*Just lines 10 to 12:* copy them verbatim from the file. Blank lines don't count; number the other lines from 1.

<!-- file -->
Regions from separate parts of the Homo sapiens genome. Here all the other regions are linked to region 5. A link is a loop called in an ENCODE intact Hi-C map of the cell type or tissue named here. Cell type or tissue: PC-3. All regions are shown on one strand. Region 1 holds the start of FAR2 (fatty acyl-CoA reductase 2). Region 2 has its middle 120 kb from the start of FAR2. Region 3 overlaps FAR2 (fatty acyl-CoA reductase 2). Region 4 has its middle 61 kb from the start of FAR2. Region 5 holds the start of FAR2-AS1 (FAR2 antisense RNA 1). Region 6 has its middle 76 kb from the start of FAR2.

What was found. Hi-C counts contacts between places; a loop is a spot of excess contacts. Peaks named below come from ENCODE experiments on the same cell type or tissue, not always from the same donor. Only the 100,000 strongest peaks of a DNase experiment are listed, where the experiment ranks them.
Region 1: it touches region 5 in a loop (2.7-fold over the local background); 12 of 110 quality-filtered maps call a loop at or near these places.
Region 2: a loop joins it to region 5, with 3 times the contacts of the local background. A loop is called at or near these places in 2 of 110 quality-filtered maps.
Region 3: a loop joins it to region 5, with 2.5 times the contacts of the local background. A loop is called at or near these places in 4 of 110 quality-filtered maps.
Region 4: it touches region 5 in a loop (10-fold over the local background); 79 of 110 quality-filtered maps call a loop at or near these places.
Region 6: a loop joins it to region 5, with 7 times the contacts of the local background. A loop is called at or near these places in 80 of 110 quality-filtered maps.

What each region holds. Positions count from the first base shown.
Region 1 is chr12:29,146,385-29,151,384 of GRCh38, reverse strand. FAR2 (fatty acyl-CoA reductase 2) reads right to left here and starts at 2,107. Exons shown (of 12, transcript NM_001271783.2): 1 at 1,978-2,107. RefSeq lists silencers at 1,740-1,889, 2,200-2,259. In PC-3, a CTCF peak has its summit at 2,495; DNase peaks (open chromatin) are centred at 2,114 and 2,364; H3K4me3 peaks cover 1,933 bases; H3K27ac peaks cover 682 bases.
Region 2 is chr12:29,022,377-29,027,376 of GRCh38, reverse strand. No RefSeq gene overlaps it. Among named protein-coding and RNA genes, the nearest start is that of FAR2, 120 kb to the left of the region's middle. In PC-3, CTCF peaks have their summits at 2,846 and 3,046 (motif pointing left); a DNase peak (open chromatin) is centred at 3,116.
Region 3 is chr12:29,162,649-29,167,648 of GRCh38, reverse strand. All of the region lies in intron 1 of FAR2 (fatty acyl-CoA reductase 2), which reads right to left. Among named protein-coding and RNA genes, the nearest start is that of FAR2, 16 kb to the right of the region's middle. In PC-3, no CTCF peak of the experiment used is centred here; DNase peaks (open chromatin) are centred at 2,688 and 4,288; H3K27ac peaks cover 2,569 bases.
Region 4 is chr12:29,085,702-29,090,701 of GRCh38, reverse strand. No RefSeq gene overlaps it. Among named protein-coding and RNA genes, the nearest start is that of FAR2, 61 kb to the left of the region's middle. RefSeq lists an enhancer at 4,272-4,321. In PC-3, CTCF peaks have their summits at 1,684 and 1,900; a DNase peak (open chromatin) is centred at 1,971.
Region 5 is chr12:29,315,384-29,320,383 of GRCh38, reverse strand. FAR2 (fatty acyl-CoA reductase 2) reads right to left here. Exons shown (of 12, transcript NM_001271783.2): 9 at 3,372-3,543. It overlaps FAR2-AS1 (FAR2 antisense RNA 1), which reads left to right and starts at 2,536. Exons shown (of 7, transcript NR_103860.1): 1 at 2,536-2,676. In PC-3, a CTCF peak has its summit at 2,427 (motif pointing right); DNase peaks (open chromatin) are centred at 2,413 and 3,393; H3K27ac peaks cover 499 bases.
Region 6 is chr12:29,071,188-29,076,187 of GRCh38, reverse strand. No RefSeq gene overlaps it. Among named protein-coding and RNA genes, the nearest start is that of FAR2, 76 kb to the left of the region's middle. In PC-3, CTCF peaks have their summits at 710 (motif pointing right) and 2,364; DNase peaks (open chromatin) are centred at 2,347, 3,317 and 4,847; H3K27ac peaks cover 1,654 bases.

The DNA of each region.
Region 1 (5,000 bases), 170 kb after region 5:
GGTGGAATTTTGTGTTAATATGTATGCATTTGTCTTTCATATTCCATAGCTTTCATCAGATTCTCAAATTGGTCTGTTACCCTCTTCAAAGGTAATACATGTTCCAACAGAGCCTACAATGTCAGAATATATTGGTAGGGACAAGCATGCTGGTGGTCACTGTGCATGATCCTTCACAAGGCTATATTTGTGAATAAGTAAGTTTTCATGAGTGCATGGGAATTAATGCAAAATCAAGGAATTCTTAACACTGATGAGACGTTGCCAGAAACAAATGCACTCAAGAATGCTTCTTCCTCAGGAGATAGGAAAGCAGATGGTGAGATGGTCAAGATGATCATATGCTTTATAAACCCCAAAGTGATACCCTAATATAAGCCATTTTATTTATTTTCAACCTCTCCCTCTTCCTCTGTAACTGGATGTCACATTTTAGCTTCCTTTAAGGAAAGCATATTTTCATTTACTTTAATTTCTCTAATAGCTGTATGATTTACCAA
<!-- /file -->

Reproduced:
Region 2 is chr12:29,022,377-29,027,376 of GRCh38, reverse strand. No RefSeq gene overlaps it. Among named protein-coding and RNA genes, the nearest start is that of FAR2, 120 kb to the left of the region's middle. In PC-3, CTCF peaks have their summits at 2,846 and 3,046 (motif pointing left); a DNase peak (open chromatin) is centred at 3,116.
Region 3 is chr12:29,162,649-29,167,648 of GRCh38, reverse strand. All of the region lies in intron 1 of FAR2 (fatty acyl-CoA reductase 2), which reads right to left. Among named protein-coding and RNA genes, the nearest start is that of FAR2, 16 kb to the right of the region's middle. In PC-3, no CTCF peak of the experiment used is centred here; DNase peaks (open chromatin) are centred at 2,688 and 4,288; H3K27ac peaks cover 2,569 bases.
Region 4 is chr12:29,085,702-29,090,701 of GRCh38, reverse strand. No RefSeq gene overlaps it. Among named protein-coding and RNA genes, the nearest start is that of FAR2, 61 kb to the left of the region's middle. RefSeq lists an enhancer at 4,272-4,321. In PC-3, CTCF peaks have their summits at 1,684 and 1,900; a DNase peak (open chromatin) is centred at 1,971.